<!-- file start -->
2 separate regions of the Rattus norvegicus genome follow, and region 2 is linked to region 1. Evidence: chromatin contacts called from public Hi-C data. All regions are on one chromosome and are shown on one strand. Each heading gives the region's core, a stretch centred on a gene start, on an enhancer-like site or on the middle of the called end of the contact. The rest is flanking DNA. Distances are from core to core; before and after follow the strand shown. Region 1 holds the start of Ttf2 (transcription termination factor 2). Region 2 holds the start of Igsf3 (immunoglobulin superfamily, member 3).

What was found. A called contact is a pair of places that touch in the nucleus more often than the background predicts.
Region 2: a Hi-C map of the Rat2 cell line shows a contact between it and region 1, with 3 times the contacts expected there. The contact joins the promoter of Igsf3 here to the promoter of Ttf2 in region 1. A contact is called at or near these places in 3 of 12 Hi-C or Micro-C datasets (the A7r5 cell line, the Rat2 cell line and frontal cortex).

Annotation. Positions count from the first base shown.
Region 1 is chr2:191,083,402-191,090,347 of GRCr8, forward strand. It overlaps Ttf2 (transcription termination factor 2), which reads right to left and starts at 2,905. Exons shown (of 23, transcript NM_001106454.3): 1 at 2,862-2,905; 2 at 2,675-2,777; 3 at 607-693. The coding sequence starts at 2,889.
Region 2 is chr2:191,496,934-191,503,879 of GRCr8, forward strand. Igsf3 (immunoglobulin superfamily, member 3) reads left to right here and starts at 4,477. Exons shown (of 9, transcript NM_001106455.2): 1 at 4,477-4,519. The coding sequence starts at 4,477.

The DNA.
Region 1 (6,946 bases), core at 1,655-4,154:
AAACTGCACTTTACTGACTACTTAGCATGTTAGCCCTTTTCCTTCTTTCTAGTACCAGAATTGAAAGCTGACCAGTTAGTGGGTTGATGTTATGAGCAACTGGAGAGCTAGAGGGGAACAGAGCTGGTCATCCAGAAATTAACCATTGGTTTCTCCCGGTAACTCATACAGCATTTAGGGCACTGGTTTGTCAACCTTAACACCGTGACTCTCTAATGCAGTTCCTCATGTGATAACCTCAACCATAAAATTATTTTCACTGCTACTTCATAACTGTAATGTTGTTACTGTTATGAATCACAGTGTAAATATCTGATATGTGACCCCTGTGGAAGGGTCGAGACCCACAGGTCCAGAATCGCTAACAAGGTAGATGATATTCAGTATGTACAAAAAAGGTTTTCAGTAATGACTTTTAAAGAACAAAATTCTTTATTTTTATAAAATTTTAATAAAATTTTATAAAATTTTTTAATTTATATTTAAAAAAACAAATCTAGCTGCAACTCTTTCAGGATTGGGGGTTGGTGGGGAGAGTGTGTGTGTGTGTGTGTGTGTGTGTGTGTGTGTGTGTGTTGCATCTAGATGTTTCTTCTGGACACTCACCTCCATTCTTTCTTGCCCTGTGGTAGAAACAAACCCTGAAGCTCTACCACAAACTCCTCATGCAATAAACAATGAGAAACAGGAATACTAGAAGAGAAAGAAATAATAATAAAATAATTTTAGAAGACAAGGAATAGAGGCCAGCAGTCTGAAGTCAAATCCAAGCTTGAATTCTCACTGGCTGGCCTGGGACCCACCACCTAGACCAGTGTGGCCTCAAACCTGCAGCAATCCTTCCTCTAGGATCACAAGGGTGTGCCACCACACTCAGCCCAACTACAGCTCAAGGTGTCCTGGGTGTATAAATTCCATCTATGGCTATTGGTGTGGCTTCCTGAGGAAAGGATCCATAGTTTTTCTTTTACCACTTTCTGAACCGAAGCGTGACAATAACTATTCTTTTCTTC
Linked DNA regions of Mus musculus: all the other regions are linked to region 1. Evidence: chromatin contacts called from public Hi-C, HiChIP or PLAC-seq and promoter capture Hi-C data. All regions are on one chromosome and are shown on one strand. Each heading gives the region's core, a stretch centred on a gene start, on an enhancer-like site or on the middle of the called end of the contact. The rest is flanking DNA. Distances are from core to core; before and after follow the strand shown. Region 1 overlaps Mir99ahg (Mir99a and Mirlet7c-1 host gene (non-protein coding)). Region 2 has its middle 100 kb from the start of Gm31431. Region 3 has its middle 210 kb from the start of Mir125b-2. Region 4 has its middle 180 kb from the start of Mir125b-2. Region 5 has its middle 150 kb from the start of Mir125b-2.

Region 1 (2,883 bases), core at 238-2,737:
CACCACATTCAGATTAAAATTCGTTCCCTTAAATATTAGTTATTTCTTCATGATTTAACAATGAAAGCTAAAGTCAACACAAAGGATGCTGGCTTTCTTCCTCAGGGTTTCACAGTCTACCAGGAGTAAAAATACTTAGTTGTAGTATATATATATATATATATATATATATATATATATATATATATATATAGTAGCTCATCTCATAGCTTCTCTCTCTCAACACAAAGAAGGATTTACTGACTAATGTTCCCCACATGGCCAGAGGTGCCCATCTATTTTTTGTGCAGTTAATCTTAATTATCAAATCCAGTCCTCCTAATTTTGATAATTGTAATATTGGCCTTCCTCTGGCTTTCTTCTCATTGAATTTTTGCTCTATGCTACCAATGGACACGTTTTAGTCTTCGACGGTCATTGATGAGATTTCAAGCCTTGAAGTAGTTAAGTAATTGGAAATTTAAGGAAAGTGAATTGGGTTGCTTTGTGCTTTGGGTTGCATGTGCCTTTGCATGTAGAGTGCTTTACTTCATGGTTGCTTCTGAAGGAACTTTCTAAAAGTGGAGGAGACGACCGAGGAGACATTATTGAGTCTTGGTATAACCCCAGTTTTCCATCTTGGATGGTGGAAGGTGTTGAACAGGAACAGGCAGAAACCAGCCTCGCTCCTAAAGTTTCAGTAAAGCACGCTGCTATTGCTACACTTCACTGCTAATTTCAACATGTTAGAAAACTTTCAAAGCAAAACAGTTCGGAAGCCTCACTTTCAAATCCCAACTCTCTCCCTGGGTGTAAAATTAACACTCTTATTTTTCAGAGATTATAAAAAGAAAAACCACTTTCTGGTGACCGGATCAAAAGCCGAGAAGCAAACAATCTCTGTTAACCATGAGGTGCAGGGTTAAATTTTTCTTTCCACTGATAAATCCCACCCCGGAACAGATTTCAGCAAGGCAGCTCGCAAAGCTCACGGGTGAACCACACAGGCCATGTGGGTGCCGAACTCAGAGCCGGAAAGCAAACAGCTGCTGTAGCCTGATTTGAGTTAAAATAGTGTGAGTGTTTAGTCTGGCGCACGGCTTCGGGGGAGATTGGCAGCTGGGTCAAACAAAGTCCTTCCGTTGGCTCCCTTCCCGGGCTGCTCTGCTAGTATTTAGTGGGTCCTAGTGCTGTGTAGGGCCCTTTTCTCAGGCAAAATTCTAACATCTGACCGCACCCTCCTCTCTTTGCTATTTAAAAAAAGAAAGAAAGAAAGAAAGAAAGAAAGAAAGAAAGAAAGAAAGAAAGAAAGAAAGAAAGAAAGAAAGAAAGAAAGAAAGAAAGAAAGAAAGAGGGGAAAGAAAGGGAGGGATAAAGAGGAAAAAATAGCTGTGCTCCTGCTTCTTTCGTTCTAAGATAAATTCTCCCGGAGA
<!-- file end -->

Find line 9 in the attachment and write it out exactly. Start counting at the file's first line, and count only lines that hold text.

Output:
AAACTGCACTTTACTGACTACTTAGCATGTTAGCCCTTTTCCTTCTTTCTAGTACCAGAATTGAAAGCTGACCAGTTAGTGGGTTGATGTTATGAGCAACTGGAGAGCTAGAGGGGAACAGAGCTGGTCATCCAGAAATTAACCATTGGTTTCTCCCGGTAACTCATACAGCATTTAGGGCACTGGTTTGTCAACCTTAACACCGTGACTCTCTAATGCAGTTCCTCATGTGATAACCTCAACCATAAAATTATTTTCACTGCTACTTCATAACTGTAATGTTGTTACTGTTATGAATCACAGTGTAAATATCTGATATGTGACCCCTGTGGAAGGGTCGAGACCCACAGGTCCAGAATCGCTAACAAGGTAGATGATATTCAGTATGTACAAAAAAGGTTTTCAGTAATGACTTTTAAAGAACAAAATTCTTTATTTTTATAAAATTTTAATAAAATTTTATAAAATTTTTTAATTTATATTTAAAAAAACAAATCTAGCTGCAACTCTTTCAGGATTGGGGGTTGGTGGGGAGAGTGTGTGTGTGTGTGTGTGTGTGTGTGTGTGTGTGTGTGTTGCATCTAGATGTTTCTTCTGGACACTCACCTCCATTCTTTCTTGCCCTGTGGTAGAAACAAACCCTGAAGCTCTACCACAAACTCCTCATGCAATAAACAATGAGAAACAGGAATACTAGAAGAGAAAGAAATAATAATAAAATAATTTTAGAAGACAAGGAATAGAGGCCAGCAGTCTGAAGTCAAATCCAAGCTTGAATTCTCACTGGCTGGCCTGGGACCCACCACCTAGACCAGTGTGGCCTCAAACCTGCAGCAATCCTTCCTCTAGGATCACAAGGGTGTGCCACCACACTCAGCCCAACTACAGCTCAAGGTGTCCTGGGTGTATAAATTCCATCTATGGCTATTGGTGTGGCTTCCTGAGGAAAGGATCCATAGTTTTTCTTTTACCACTTTCTGAACCGAAGCGTGACAATAACTATTCTTTTCTTC